Common Heartburn Medication, Proton Pump Inhibitors, May Injury Kidneys

Common Heartburn Medication, Proton Pump Inhibitors, May Injury Kidneys

A type of heartburn medication known as proton pump inhibitors (PPIs) may be associated to long-term kidney damage, according to  the study, “Proton Pump Inhibitor Use and the Risk of Chronic Kidney Disease, published in JAMA Internal Medicine.

“This is an important study because millions of Americans are on proton pump inhibitors and have been for many years,” Kenneth DeVault, MD, a Mayo Clinic gastroenterologist, said in a news release.

Medications like Prilosec, Nexium, and Prevacid belong to the class of PPIs that are one of the most commonly prescribed medications in the United States. PPIs treat heartburn and acid reflux by lowering the amount of acid produced by the stomach. Their use has been linked to acute interstitial nephritis, but less is known about the association between PPI use and chronic kidney disease (CKD).

Researchers investigated the association between PPI use and incident CKD in a population-based cohort involving 10,482 participants, the Atherosclerosis Risk in Communities study. All participants had an estimated glomerular filtration rate of at least 60 mL/min/1.73 m2, and were followed between 1996 and 2011. Results revealed that proton pump inhibitor use was associated with 20 percent to 50 percent higher risk for incident CKD. The results remained significant even after researchers adjusted them for H2 receptor antagonist users and with propensity score-matched nonusers. Compared with nonusers, the study also found that PPI users were more often white, obese, and taking antihypertensive medication.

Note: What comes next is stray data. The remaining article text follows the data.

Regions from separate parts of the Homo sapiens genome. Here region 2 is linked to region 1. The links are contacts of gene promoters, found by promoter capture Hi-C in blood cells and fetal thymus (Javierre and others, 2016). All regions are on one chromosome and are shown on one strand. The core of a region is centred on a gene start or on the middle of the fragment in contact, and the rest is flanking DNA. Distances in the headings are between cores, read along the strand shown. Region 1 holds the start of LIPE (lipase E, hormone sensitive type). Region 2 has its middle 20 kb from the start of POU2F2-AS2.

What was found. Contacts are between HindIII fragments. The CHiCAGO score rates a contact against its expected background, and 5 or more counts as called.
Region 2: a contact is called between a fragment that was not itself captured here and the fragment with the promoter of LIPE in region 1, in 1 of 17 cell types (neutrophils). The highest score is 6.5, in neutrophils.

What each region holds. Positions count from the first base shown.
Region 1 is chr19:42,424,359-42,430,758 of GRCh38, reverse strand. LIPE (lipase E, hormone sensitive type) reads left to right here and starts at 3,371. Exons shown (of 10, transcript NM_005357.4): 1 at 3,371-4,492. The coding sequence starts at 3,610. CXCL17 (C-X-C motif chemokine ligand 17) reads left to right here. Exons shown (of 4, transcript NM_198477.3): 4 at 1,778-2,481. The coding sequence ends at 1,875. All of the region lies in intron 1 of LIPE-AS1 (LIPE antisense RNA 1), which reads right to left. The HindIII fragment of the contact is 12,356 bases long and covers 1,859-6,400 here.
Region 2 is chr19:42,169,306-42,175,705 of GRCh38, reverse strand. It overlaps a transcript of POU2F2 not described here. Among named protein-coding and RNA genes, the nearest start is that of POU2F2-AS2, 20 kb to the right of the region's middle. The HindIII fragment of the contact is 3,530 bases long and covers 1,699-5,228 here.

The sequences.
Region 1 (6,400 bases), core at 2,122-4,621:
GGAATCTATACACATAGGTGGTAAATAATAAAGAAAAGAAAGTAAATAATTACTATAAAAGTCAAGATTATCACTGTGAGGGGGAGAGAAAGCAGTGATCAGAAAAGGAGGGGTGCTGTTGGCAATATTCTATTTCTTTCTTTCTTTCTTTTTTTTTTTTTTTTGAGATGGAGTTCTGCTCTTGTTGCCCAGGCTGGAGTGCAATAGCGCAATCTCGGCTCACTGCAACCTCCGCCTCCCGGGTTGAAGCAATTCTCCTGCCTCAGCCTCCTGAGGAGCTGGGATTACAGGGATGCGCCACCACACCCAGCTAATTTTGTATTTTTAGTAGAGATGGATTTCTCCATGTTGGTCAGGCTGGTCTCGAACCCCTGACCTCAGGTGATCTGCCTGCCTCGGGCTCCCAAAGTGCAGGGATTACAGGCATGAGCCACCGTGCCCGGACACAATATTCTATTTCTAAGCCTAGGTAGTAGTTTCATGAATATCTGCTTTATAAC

“I think more research on this subject will be important,” said Dr. DeVault. “When you have that many people taking a drug, and there’s a small potential risk, it certainly gets both physicians’ and patients’ attention.”

But, Dr. DeVault added, patients should not panic about the study’s findings. “The most important thing is to discuss it with a treating physician and make sure everyone is on the same page and understands the benefits and weighs those against this fairly small, but perhaps real, risk,” he said.

A less powerful acid blocker and lifestyle changes might be enough for some patients to eliminate the need for PPI medication, Dr. DeVault added.

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